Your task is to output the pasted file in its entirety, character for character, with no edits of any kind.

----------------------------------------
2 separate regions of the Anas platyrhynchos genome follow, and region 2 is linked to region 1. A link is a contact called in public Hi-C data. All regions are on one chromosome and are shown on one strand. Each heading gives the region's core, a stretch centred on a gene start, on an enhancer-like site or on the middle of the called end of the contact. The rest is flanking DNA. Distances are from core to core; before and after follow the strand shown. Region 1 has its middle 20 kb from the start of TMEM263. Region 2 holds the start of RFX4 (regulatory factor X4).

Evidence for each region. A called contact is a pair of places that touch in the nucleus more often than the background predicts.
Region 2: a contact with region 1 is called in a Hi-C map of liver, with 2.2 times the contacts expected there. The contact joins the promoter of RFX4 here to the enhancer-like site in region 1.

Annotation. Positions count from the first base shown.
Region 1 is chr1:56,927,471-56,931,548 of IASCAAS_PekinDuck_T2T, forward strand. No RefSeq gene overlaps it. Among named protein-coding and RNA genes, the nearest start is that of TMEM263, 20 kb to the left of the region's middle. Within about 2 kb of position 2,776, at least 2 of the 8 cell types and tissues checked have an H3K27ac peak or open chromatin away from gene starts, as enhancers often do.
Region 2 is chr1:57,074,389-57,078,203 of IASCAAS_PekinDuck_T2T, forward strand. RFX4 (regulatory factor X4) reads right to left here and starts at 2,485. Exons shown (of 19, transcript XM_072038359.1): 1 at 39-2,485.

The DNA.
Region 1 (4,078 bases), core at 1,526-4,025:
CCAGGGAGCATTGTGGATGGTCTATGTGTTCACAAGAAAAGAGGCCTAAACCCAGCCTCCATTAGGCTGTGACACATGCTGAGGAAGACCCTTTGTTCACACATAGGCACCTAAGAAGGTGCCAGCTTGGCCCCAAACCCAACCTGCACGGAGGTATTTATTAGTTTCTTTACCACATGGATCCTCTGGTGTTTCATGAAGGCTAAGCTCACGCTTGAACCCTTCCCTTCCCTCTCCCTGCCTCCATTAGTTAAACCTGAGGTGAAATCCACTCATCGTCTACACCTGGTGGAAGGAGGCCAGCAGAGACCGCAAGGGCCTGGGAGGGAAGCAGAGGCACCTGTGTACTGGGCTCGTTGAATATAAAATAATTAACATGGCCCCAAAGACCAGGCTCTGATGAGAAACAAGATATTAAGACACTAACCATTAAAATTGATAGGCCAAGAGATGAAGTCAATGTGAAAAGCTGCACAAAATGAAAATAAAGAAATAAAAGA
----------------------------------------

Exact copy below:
2 separate regions of the Anas platyrhynchos genome follow, and region 2 is linked to region 1. A link is a contact called in public Hi-C data. All regions are on one chromosome and are shown on one strand. Each heading gives the region's core, a stretch centred on a gene start, on an enhancer-like site or on the middle of the called end of the contact. The rest is flanking DNA. Distances are from core to core; before and after follow the strand shown. Region 1 has its middle 20 kb from the start of TMEM263. Region 2 holds the start of RFX4 (regulatory factor X4).

Evidence for each region. A called contact is a pair of places that touch in the nucleus more often than the background predicts.
Region 2: a contact with region 1 is called in a Hi-C map of liver, with 2.2 times the contacts expected there. The contact joins the promoter of RFX4 here to the enhancer-like site in region 1.

Annotation. Positions count from the first base shown.
Region 1 is chr1:56,927,471-56,931,548 of IASCAAS_PekinDuck_T2T, forward strand. No RefSeq gene overlaps it. Among named protein-coding and RNA genes, the nearest start is that of TMEM263, 20 kb to the left of the region's middle. Within about 2 kb of position 2,776, at least 2 of the 8 cell types and tissues checked have an H3K27ac peak or open chromatin away from gene starts, as enhancers often do.
Region 2 is chr1:57,074,389-57,078,203 of IASCAAS_PekinDuck_T2T, forward strand. RFX4 (regulatory factor X4) reads right to left here and starts at 2,485. Exons shown (of 19, transcript XM_072038359.1): 1 at 39-2,485.

The DNA.
Region 1 (4,078 bases), core at 1,526-4,025:
CCAGGGAGCATTGTGGATGGTCTATGTGTTCACAAGAAAAGAGGCCTAAACCCAGCCTCCATTAGGCTGTGACACATGCTGAGGAAGACCCTTTGTTCACACATAGGCACCTAAGAAGGTGCCAGCTTGGCCCCAAACCCAACCTGCACGGAGGTATTTATTAGTTTCTTTACCACATGGATCCTCTGGTGTTTCATGAAGGCTAAGCTCACGCTTGAACCCTTCCCTTCCCTCTCCCTGCCTCCATTAGTTAAACCTGAGGTGAAATCCACTCATCGTCTACACCTGGTGGAAGGAGGCCAGCAGAGACCGCAAGGGCCTGGGAGGGAAGCAGAGGCACCTGTGTACTGGGCTCGTTGAATATAAAATAATTAACATGGCCCCAAAGACCAGGCTCTGATGAGAAACAAGATATTAAGACACTAACCATTAAAATTGATAGGCCAAGAGATGAAGTCAATGTGAAAAGCTGCACAAAATGAAAATAAAGAAATAAAAGA